Tragically... new Google Earth update shows the spans gone, perhaps lost due to flooding, as the center pier is collapsed. Very, very unfortunate loss.

Posted March 2, 2018, by Russ Chappell (russ [at] chronologyproject [dot] com)

You say that the bridge was destroyed by fire in 1961, but it was actually the morning of June 29, 1962. You can read it at the archives of The Tuscaloosa News for 6/29/92, hosted by Google:

Posted February 26, 2018, by Michael horton (335mike [at] gmail [dot] com)

I was there today with adjacent land owners. these pictures are correct!

Posted February 25, 2018, by Zachary S

Well... As much as the bridge is unfit for vehicle traffic now due to damage, the collapse is not as total as I thought. One endpost may be toast and there is significant damage toward the middle but there is a lot to salvage. That said, the county plans on demolishing it and either abandoning the short road or building a new bridge. I guess I'll contact the county and plea for a careful removal and not a total demolition, as they insist repair cost is prohibitive...

Posted February 23, 2018, by Don Morrison

The Devil in the GPS probably made him do it.

Don't be deceived by that pleasant voice coming from your favorite navigation app.

Posted February 23, 2018, by Zachary S

News articles continue to insist it's Brown's Bridge that the county is adamant on replacing soon, but I can't help but wonder if they're actually referring to the Oakman-Parrish Road truss a bit to the east, that's been closed for a decade or more. Will change this one to doomed regardless, until I can make absolutely sure.

The road department is completely broke in Walker County though and they admit that a lot of replacement and rehab projects will be on hold for a long time. That is kind of a mixed blessing I guess with multiple abandoned trusses throughout, but not so great with the maintenance needed to keep them intact. They take good care of the Country Club Road bridge, oldest in the state still open to traffic though... so far. No plans to replace that I know of, a sort of historic marker, replaced approach guardrails, and relatively new paint. A few others however have been lost in the last decade.

Several bridges are on the state chopping block, but unless things change, there may be time to save the closed and abandoned ones in Walker County while the budget demands priorities elsewhere. I hope there's community support for that.

Posted February 22, 2018, by Zachary S

Welp. Count this as another one lost to an overloaded truck. THIRTY ton, fifty three foot Dollar General truck tried to cross, leading to at least a partial collapse. This was just today so no idea what happens next but... very unlikely to salvage. WHY. WHY ARE TRUCK DRIVERS LIKE THIS. UGGGHH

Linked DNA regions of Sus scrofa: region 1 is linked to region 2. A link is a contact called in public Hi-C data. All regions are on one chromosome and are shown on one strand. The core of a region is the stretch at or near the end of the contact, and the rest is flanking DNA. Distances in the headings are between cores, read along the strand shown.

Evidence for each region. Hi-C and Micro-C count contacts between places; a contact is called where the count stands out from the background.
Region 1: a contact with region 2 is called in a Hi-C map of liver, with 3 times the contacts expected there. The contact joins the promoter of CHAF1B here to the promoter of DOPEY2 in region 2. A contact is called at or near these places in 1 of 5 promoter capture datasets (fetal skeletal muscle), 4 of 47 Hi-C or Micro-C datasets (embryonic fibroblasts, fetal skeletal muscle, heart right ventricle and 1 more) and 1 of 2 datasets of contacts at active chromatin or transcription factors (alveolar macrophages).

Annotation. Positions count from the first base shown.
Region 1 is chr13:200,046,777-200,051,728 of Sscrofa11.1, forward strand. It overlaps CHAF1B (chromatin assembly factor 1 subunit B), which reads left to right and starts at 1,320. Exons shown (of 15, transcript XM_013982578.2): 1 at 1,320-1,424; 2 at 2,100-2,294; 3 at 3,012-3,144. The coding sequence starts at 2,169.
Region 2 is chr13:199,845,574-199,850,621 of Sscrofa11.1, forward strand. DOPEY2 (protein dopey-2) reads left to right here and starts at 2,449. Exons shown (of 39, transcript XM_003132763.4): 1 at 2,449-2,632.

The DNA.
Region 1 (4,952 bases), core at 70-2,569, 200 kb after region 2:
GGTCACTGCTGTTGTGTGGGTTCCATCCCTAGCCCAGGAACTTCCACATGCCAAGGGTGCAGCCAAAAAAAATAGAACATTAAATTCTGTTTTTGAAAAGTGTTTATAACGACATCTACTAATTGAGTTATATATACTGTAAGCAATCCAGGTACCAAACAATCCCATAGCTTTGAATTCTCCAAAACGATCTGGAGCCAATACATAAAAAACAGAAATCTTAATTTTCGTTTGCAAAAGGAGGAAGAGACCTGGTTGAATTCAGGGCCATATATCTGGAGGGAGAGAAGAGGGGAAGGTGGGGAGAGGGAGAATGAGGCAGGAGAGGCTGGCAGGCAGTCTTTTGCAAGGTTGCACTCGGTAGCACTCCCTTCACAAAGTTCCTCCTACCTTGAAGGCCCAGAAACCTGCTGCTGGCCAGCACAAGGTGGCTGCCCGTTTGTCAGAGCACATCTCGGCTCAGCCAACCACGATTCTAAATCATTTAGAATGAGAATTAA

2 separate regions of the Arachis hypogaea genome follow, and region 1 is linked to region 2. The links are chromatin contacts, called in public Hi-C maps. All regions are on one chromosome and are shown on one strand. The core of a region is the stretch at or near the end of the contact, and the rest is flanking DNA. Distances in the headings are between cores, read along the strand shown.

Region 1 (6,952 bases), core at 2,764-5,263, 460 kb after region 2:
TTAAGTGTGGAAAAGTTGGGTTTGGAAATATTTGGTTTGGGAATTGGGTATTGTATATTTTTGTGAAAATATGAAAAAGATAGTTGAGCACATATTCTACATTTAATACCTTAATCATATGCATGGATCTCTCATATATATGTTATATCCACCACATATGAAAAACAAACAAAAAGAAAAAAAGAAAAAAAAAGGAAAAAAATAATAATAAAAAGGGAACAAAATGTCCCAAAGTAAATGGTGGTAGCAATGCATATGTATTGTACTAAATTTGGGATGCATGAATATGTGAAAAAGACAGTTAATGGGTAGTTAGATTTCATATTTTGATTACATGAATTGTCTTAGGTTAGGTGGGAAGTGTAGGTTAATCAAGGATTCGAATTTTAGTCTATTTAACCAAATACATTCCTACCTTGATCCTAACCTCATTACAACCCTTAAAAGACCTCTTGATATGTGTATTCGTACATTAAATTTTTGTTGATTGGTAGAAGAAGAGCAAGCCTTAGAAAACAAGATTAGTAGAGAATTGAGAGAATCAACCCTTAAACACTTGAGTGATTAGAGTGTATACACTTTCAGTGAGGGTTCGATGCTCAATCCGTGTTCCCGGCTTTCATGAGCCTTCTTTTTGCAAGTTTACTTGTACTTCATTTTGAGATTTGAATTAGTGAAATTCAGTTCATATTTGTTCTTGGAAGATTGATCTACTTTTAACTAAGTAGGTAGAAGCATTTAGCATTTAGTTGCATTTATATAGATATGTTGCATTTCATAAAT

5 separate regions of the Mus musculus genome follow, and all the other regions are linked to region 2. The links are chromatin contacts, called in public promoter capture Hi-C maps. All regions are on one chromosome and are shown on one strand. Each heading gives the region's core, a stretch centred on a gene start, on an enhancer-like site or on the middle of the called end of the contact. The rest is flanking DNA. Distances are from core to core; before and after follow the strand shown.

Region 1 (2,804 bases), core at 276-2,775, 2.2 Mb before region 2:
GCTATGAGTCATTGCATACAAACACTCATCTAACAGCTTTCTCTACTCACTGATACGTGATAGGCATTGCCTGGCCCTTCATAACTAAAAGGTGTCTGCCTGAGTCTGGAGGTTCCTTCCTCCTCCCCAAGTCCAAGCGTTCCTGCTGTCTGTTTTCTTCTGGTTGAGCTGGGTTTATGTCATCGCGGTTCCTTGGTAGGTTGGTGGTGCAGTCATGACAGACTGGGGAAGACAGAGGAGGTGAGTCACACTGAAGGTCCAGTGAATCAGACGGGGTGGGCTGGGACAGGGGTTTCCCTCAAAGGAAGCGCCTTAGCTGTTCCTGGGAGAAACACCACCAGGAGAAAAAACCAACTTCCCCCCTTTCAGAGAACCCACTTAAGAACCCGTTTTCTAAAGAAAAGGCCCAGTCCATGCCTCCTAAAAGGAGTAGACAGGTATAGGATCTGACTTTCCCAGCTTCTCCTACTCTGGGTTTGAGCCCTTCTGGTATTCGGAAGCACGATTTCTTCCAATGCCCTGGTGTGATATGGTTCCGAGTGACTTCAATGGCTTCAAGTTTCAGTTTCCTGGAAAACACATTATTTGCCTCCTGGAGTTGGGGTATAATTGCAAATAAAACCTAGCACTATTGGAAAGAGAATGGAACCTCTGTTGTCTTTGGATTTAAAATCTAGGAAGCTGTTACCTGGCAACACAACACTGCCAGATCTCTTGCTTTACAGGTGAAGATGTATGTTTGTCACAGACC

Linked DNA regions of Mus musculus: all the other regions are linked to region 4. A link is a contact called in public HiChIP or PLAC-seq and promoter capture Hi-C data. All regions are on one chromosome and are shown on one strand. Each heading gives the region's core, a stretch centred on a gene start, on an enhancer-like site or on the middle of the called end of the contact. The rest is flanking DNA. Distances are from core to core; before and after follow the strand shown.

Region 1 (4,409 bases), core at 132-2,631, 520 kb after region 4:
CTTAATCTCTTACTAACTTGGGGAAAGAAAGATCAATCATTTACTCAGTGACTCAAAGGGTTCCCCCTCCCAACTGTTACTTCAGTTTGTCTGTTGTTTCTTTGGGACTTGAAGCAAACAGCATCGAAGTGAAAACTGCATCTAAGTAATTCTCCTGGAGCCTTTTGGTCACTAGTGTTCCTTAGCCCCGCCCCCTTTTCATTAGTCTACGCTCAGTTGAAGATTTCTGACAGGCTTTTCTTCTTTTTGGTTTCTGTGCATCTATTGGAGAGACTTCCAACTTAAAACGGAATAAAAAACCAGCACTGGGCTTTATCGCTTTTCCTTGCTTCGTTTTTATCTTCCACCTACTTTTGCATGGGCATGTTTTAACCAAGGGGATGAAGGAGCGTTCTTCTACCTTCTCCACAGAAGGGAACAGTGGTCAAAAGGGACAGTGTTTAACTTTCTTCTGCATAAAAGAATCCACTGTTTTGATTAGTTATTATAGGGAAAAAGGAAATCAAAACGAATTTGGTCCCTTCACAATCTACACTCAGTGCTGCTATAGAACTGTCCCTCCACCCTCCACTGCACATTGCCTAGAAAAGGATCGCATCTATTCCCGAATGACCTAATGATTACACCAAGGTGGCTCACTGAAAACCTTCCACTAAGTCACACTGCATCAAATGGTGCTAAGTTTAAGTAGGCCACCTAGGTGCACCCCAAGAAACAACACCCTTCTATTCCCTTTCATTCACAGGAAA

Posted February 18, 2018, by Zachary S

Highly unfortunate and disappointing; never got to go see this one though it's close by. These small bridges could be moved and saved far more easily than most, but seems like unless there's a major concerted community effort, there's not even a snowball's chance in hell. Though complicated, I'm sure, in this case by having to also talk with CSX in getting it moved since it was over their line. Even though long abandoned I can't say I am surprised; these wood overpasses are being removed at a very rapid rate. This is sad, because I quite like them.

Posted February 18, 2018, by Clark Vance (cvance [at] dogmail [dot] com)

Railroads are (justifiably) merciless about removing potential obstructions to track. I hope someone kept the pieces for reuse.

Posted February 18, 2018, by Crystal Barnett (cgbarnett [at] charter [dot] net)

Sadly enough, this bridge has been completely demolished. Another beautiful piece of history gone, but never forgotten.

Posted February 13, 2018, by Zachary S

Have yet to notice an article specifically stating such, but in passing by lately I notice the bridge closed sign is gone. And as a recent newspaper photo regarding the January snow showed a recent picture of the bridge seemingly open to traffic (aside from the dicey travel days with snow and ice) with new guardrails on the approach, I'm assuming it's back open to traffic again now. Pretty good news there.

Posted February 4, 2018, by Glyn Robinson (contactbluebird [at] hotmail [dot] com)

I'm surprised this bridge is still there. Coming off the hill on the east side into a curve, the bridge has to take a beating, especially the trucks.

Posted February 4, 2018, by Glyn Robinson (contactbluebird [at] hotmail [dot] com)

Thanks for the update! I was there May 5, 2016.

Posted December 4, 2017, by Dwight Pelfrey (dwightp [at] hughes [dot] net)

1974 photo

Posted December 3, 2017, by Dwight Pelfrey (dwightp [at] hughes [dot] net)

Photos of Brushy Creek trestle taken in 1974 with train crossing.

Posted December 3, 2017, by Dwight Pelfrey (dwightp [at] hughes [dot] net)

I've attached an article about my grandfather's death and completing railroad.

Posted December 2, 2017, by Robert Elder (robertelder1 [at] gmail [dot] com)